The following article was first published on December 29, 2004.
I’m faced with the challenge of training people who are rather low self-monitors. That is, they don’t read social cues particularly well and as a result often annoy or offend others. They tend to push too hard or talk about topics that others are no longer interested in or simply hang back and don’t offer their ideas when they should. Many are skilled professionals in their field but since they don’t come off well in social interactions, they are being discounted. Our company can’t afford the luxury of not hearing from or discounting the opinions and ideas of some of our best thinkers.
Here’s the problem: when I work with this particular group, many are blind to the fact that they have a blind side. They view social skills training in general as a waste of time and the fact that they are in particular need of it often escapes them. How can I deal with this sensitive situation?
At a Loss
Dear At a Loss,
First of all, it’s important to make sure those you’re training understand that using crucial skills in the workplace isn’t about looking pleasant or making people happy. Effective employees don’t charm people into their good graces. If anything, they’re tough on infractions, violations, and failed promises. They confidently step up to problems and hold the other person accountable.
Honest, complete, and effective communication is about getting the results you want and need. Interpersonal skills matter because you work in a social environment made up of small groups and teams. People who “don’t work and play well with others” cause companies fits. Individuals who aren’t able to express themselves well aren’t heard, so their best ideas are often missed. Companies can’t afford that.
That said, the challenge here lies in first helping people realize that they aren’t reading the cues well, and second, helping them apply high-level reasoning to an activity that most people do intuitively (picking up on social cues). It turns out that the first challenge isn’t all that great. Most people who stumble in social settings are well aware of the fact that they aren’t doing well. They’ve been given more than enough feedback over the years to realize that they don’t always shine in complex social interactions. They know this in general, but still struggle in the moment. Many also realize that the typical training they’ve been given or books they have been asked to read haven’t given them much help. This is often because the material deals with what to do and say but offers little to no help when it comes to when and how. This is where they struggle. They don’t know when because they aren’t reading the cues and they often don’t know how because they aren’t reading the responses well enough to then make subtle adjustments to their behavioral attempts.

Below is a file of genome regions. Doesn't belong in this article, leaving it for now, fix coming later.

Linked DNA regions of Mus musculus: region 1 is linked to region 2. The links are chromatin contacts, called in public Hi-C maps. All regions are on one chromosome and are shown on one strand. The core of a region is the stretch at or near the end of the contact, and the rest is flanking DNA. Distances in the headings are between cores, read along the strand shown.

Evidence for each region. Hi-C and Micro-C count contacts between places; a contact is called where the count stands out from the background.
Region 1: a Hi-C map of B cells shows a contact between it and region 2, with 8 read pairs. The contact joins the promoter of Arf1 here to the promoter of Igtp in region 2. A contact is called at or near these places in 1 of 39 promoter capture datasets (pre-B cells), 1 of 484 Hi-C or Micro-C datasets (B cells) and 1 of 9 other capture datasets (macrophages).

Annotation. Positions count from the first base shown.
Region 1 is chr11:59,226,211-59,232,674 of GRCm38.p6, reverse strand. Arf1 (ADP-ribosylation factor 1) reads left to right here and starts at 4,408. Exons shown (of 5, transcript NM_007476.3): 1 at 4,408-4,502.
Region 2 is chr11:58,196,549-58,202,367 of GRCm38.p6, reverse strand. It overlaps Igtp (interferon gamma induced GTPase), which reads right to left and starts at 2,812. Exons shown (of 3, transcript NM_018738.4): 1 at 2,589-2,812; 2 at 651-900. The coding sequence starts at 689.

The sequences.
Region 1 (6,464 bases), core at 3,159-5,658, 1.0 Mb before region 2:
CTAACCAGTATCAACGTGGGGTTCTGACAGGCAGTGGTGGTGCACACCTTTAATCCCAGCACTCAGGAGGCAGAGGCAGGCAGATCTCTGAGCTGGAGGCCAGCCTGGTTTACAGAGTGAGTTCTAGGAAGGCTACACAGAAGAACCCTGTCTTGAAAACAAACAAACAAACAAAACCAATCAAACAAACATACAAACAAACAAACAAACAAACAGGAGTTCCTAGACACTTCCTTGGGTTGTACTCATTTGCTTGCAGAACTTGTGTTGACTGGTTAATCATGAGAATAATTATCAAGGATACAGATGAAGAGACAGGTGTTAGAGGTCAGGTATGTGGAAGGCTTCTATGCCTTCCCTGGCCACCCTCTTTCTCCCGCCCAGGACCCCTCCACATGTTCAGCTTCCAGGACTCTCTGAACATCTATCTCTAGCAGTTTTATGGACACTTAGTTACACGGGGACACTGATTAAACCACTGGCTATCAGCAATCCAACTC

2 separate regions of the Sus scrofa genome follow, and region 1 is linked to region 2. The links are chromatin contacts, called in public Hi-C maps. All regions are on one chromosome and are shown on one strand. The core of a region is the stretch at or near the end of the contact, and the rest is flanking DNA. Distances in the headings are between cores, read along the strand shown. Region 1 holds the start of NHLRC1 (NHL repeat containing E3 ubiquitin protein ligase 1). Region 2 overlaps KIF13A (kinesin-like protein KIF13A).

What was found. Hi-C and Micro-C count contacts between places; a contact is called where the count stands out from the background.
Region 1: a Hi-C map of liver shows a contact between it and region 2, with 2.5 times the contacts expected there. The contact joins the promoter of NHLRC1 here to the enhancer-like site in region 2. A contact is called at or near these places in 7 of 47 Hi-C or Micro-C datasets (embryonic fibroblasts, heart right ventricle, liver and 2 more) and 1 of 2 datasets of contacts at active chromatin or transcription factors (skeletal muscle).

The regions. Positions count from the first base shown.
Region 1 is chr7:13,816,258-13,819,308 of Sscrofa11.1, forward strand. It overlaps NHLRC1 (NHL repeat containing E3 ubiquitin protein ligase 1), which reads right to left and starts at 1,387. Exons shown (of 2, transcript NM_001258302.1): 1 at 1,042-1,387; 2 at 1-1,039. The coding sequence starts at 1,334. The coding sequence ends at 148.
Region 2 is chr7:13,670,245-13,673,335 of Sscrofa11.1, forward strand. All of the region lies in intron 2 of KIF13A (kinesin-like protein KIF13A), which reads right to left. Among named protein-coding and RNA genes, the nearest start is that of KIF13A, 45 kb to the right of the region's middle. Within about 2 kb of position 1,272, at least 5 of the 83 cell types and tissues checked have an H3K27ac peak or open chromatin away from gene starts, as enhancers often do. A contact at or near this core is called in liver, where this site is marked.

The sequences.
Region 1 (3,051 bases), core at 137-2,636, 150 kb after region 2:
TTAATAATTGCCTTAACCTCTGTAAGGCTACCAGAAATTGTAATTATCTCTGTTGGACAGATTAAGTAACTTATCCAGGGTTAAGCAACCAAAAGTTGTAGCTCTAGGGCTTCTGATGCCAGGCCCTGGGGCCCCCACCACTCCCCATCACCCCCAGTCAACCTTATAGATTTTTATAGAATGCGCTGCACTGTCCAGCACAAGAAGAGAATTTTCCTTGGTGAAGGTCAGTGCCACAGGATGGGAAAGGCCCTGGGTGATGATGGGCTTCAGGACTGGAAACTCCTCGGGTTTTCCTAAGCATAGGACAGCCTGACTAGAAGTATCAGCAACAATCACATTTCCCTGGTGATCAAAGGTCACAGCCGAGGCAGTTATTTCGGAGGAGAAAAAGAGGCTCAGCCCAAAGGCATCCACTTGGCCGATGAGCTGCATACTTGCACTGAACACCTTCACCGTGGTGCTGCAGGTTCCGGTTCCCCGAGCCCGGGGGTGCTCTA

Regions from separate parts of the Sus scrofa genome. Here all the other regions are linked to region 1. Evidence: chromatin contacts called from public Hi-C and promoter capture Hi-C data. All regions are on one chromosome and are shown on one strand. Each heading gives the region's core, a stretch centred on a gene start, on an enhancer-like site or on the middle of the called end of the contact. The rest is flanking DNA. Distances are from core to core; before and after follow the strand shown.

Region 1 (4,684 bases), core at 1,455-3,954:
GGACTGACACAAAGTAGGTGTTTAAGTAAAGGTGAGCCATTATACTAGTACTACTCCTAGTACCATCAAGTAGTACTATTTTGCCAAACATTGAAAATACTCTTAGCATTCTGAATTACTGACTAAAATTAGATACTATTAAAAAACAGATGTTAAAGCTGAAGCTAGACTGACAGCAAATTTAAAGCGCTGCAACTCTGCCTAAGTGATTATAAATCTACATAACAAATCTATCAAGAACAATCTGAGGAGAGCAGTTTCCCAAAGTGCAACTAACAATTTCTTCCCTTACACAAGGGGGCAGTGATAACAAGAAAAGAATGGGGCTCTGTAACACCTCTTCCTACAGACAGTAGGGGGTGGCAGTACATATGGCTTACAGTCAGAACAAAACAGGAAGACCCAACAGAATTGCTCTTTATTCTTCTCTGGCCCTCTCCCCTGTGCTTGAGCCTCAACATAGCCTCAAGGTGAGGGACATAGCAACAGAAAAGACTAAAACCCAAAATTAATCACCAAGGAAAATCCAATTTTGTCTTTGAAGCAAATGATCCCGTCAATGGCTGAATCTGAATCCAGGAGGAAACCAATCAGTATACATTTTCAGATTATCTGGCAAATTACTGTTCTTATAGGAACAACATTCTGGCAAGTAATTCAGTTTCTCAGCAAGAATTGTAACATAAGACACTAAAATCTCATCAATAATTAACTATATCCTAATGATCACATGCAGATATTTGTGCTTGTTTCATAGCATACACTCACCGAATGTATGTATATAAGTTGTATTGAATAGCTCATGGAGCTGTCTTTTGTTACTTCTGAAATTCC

What’s a person to do? We all need help in reading social cues, some just more than others. If you’re offering social skills (influence, accountability, communication) training for those who have been tagged at risk, spend as much time talking about the entry condition or cue to the skill in question as you do on the skill itself. This can feel odd because it seems so obvious, but it isn’t to everyone. In fact, we all have problems at times. For instance, when we’re caught up in an argument, all of us have missed the process of what’s going on around us and plowed on ahead no matter how others respond. We’ve all seen people resist our ideas only to push harder and cause more resistance. In short, we all missed the cues.
Without going into detail here, suffice it to say that you’ll need to slow down the skill you’re teaching. Focus on what others are doing or saying BEFORE the skill is called for and actually spend time looking for both the verbal and nonverbal cues that would drive a person in one direction or another. Then look at how people might respond to what you’ve just learned—with particular emphasis on what it looks like when the skill is working and when it isn’t. “Oops, that didn’t work. Let me try something else.” Once again, this calls for slowing down, looking for both verbal and nonverbal hints, talking about them, and then identifying where to go given the response. It’s a little hard to describe this in the abstract, but this ability to read social cues lies at the heart of your problem and you won’t be providing people the full solution to their problem if you merely focus on the traditional elements of influence or communication training.
Good luck with a challenging and often touchy task.